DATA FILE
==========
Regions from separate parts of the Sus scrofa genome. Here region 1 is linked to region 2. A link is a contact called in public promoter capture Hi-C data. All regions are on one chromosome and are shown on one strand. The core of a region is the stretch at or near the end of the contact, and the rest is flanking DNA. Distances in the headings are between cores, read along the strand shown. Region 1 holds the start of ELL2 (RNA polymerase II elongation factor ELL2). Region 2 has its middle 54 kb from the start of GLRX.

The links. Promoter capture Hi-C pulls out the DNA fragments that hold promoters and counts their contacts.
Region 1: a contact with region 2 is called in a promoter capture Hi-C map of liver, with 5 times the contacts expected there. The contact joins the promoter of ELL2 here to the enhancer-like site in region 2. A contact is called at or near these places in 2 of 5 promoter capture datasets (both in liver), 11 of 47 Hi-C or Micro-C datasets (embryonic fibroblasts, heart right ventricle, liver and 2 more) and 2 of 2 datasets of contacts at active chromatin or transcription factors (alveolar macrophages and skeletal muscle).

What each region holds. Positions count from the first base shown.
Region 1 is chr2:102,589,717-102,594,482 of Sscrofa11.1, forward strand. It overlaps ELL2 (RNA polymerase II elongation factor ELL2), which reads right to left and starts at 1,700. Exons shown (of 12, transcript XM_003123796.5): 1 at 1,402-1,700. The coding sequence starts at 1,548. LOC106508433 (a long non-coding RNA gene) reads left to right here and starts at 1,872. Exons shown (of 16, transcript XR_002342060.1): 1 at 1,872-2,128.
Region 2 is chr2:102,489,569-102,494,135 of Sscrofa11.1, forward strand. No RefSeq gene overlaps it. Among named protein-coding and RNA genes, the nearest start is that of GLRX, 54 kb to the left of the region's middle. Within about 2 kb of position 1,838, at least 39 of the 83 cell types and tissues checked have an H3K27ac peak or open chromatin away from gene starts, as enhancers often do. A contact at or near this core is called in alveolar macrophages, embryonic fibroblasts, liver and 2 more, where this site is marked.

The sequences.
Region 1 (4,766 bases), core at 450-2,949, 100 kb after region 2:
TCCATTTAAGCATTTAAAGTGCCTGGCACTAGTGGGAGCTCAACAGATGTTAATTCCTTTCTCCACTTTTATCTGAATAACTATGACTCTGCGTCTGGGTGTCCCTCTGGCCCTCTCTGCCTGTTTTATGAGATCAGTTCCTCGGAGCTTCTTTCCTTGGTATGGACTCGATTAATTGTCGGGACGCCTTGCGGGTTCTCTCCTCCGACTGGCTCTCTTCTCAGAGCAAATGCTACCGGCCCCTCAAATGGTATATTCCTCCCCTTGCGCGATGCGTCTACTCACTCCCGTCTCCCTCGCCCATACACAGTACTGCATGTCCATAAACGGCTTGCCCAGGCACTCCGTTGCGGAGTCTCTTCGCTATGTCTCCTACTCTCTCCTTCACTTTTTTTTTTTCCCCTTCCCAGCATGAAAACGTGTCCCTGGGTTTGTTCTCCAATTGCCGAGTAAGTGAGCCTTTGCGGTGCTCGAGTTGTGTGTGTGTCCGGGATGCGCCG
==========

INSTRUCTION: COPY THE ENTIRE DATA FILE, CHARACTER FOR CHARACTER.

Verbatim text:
Regions from separate parts of the Sus scrofa genome. Here region 1 is linked to region 2. A link is a contact called in public promoter capture Hi-C data. All regions are on one chromosome and are shown on one strand. The core of a region is the stretch at or near the end of the contact, and the rest is flanking DNA. Distances in the headings are between cores, read along the strand shown. Region 1 holds the start of ELL2 (RNA polymerase II elongation factor ELL2). Region 2 has its middle 54 kb from the start of GLRX.

The links. Promoter capture Hi-C pulls out the DNA fragments that hold promoters and counts their contacts.
Region 1: a contact with region 2 is called in a promoter capture Hi-C map of liver, with 5 times the contacts expected there. The contact joins the promoter of ELL2 here to the enhancer-like site in region 2. A contact is called at or near these places in 2 of 5 promoter capture datasets (both in liver), 11 of 47 Hi-C or Micro-C datasets (embryonic fibroblasts, heart right ventricle, liver and 2 more) and 2 of 2 datasets of contacts at active chromatin or transcription factors (alveolar macrophages and skeletal muscle).

What each region holds. Positions count from the first base shown.
Region 1 is chr2:102,589,717-102,594,482 of Sscrofa11.1, forward strand. It overlaps ELL2 (RNA polymerase II elongation factor ELL2), which reads right to left and starts at 1,700. Exons shown (of 12, transcript XM_003123796.5): 1 at 1,402-1,700. The coding sequence starts at 1,548. LOC106508433 (a long non-coding RNA gene) reads left to right here and starts at 1,872. Exons shown (of 16, transcript XR_002342060.1): 1 at 1,872-2,128.
Region 2 is chr2:102,489,569-102,494,135 of Sscrofa11.1, forward strand. No RefSeq gene overlaps it. Among named protein-coding and RNA genes, the nearest start is that of GLRX, 54 kb to the left of the region's middle. Within about 2 kb of position 1,838, at least 39 of the 83 cell types and tissues checked have an H3K27ac peak or open chromatin away from gene starts, as enhancers often do. A contact at or near this core is called in alveolar macrophages, embryonic fibroblasts, liver and 2 more, where this site is marked.

The sequences.
Region 1 (4,766 bases), core at 450-2,949, 100 kb after region 2:
TCCATTTAAGCATTTAAAGTGCCTGGCACTAGTGGGAGCTCAACAGATGTTAATTCCTTTCTCCACTTTTATCTGAATAACTATGACTCTGCGTCTGGGTGTCCCTCTGGCCCTCTCTGCCTGTTTTATGAGATCAGTTCCTCGGAGCTTCTTTCCTTGGTATGGACTCGATTAATTGTCGGGACGCCTTGCGGGTTCTCTCCTCCGACTGGCTCTCTTCTCAGAGCAAATGCTACCGGCCCCTCAAATGGTATATTCCTCCCCTTGCGCGATGCGTCTACTCACTCCCGTCTCCCTCGCCCATACACAGTACTGCATGTCCATAAACGGCTTGCCCAGGCACTCCGTTGCGGAGTCTCTTCGCTATGTCTCCTACTCTCTCCTTCACTTTTTTTTTTTCCCCTTCCCAGCATGAAAACGTGTCCCTGGGTTTGTTCTCCAATTGCCGAGTAAGTGAGCCTTTGCGGTGCTCGAGTTGTGTGTGTGTCCGGGATGCGCCG